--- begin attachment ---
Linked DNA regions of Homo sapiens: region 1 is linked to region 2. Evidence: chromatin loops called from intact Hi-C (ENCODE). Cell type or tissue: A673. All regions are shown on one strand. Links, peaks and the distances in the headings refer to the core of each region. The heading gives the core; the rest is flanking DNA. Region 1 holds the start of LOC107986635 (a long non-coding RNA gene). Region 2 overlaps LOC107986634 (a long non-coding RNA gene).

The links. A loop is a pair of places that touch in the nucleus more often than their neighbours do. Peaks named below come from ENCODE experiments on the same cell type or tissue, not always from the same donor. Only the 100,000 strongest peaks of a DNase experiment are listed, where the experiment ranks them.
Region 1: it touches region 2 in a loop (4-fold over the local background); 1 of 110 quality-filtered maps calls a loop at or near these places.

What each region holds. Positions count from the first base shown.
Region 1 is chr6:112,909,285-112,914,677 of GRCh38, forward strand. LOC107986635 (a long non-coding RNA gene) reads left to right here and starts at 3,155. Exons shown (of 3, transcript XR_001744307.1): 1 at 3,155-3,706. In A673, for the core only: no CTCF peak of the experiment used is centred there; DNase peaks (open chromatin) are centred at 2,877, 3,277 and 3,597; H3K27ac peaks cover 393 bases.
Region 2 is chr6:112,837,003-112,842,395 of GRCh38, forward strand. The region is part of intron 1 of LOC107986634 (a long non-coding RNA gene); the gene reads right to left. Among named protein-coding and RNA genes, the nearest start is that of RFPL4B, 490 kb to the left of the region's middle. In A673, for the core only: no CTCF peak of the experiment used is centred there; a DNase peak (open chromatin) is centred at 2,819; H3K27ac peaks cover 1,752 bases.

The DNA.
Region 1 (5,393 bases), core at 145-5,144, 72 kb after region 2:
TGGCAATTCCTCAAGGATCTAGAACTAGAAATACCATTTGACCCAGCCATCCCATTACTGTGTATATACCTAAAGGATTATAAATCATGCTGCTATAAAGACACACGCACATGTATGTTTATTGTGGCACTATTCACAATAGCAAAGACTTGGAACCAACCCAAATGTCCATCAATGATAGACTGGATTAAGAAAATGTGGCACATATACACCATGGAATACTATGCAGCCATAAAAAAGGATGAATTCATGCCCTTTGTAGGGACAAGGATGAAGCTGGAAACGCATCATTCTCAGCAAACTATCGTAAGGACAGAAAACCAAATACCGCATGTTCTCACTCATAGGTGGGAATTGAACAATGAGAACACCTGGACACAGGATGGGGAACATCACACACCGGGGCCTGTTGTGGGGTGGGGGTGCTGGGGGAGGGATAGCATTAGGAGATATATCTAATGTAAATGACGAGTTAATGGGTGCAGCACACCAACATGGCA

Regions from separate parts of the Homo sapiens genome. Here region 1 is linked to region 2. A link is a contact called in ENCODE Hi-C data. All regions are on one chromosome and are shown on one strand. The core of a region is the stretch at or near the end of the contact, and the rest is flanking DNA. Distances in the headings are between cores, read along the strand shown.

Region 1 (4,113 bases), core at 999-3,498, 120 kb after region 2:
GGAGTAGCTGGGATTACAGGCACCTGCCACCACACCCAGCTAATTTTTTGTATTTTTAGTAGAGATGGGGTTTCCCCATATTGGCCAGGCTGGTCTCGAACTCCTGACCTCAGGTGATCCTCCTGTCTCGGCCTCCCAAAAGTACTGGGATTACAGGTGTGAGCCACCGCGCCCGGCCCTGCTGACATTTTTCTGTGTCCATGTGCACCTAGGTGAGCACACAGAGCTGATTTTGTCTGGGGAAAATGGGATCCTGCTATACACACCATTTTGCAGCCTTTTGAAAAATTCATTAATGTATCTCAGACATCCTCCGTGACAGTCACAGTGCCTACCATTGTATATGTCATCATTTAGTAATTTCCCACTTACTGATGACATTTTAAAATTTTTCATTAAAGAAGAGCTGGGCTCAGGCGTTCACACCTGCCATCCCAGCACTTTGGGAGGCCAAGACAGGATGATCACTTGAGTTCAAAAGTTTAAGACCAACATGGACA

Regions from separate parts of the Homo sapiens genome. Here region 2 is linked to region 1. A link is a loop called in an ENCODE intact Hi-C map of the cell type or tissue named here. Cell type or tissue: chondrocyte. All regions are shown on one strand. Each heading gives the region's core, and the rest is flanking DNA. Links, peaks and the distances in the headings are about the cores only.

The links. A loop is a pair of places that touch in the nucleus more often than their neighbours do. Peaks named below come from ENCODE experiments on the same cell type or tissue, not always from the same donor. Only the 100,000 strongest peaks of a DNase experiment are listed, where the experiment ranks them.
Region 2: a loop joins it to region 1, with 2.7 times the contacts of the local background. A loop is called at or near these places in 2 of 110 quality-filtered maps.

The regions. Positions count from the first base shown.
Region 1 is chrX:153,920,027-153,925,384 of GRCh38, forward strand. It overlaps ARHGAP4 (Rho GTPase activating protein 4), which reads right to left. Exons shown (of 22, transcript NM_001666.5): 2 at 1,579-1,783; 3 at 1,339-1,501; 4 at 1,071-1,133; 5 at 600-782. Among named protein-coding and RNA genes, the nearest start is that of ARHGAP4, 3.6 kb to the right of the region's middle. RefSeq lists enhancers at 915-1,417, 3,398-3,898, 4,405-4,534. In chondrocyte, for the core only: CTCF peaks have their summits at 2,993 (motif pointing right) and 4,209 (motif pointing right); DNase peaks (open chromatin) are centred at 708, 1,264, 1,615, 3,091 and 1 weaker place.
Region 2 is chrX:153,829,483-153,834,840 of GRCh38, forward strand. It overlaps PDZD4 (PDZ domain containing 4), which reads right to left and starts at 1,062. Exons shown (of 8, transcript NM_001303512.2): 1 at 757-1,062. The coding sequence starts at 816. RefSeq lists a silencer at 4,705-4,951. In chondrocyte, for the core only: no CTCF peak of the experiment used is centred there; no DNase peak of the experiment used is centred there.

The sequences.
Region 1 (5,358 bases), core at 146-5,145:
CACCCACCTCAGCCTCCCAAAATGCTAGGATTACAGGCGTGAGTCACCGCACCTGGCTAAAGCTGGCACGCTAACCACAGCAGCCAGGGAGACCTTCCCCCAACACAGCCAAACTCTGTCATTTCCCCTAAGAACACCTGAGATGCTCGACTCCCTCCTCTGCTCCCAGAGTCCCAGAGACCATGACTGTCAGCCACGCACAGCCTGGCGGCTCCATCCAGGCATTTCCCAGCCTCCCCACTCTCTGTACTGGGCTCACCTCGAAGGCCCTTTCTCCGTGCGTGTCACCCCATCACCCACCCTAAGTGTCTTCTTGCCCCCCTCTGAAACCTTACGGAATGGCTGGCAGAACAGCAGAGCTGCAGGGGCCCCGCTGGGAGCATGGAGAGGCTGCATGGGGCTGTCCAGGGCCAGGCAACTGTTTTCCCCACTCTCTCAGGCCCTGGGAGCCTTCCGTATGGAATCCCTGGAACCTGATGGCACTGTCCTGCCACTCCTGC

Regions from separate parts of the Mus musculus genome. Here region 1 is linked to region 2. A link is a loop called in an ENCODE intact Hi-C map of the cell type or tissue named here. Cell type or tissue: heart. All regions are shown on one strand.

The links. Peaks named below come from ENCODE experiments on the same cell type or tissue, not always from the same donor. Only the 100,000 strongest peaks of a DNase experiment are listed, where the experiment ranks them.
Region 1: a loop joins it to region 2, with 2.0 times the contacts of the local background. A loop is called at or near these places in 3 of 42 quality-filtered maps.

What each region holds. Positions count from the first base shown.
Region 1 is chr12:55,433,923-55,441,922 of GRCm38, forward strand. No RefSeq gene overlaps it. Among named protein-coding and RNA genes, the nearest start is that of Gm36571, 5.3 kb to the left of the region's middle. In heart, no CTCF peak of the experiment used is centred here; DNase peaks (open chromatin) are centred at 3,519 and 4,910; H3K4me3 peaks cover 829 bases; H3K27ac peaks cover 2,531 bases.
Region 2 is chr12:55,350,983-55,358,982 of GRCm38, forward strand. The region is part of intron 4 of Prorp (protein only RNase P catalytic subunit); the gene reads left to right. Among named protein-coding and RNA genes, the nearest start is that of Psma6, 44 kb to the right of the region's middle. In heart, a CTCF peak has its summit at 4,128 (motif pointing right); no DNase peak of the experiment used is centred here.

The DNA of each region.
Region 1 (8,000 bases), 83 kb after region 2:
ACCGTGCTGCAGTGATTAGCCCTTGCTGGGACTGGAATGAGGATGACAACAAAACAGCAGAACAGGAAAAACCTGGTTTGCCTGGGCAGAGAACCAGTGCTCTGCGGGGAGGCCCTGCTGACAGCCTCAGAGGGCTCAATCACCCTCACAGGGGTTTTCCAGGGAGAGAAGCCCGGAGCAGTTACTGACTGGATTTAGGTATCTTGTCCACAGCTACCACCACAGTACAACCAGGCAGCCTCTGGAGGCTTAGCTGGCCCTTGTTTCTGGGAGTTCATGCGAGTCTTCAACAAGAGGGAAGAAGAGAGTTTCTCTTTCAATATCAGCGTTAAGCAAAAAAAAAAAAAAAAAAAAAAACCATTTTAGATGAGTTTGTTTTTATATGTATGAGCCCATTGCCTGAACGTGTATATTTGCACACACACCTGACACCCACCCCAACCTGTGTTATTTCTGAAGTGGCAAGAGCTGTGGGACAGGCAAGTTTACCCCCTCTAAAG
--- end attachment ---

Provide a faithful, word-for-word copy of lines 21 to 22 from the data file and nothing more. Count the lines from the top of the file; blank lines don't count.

CACCCACCTCAGCCTCCCAAAATGCTAGGATTACAGGCGTGAGTCACCGCACCTGGCTAAAGCTGGCACGCTAACCACAGCAGCCAGGGAGACCTTCCCCCAACACAGCCAAACTCTGTCATTTCCCCTAAGAACACCTGAGATGCTCGACTCCCTCCTCTGCTCCCAGAGTCCCAGAGACCATGACTGTCAGCCACGCACAGCCTGGCGGCTCCATCCAGGCATTTCCCAGCCTCCCCACTCTCTGTACTGGGCTCACCTCGAAGGCCCTTTCTCCGTGCGTGTCACCCCATCACCCACCCTAAGTGTCTTCTTGCCCCCCTCTGAAACCTTACGGAATGGCTGGCAGAACAGCAGAGCTGCAGGGGCCCCGCTGGGAGCATGGAGAGGCTGCATGGGGCTGTCCAGGGCCAGGCAACTGTTTTCCCCACTCTCTCAGGCCCTGGGAGCCTTCCGTATGGAATCCCTGGAACCTGATGGCACTGTCCTGCCACTCCTGC

Regions from separate parts of the Mus musculus genome. Here region 1 is linked to region 2. A link is a loop called in an ENCODE intact Hi-C map of the cell type or tissue named here. Cell type or tissue: heart. All regions are shown on one strand.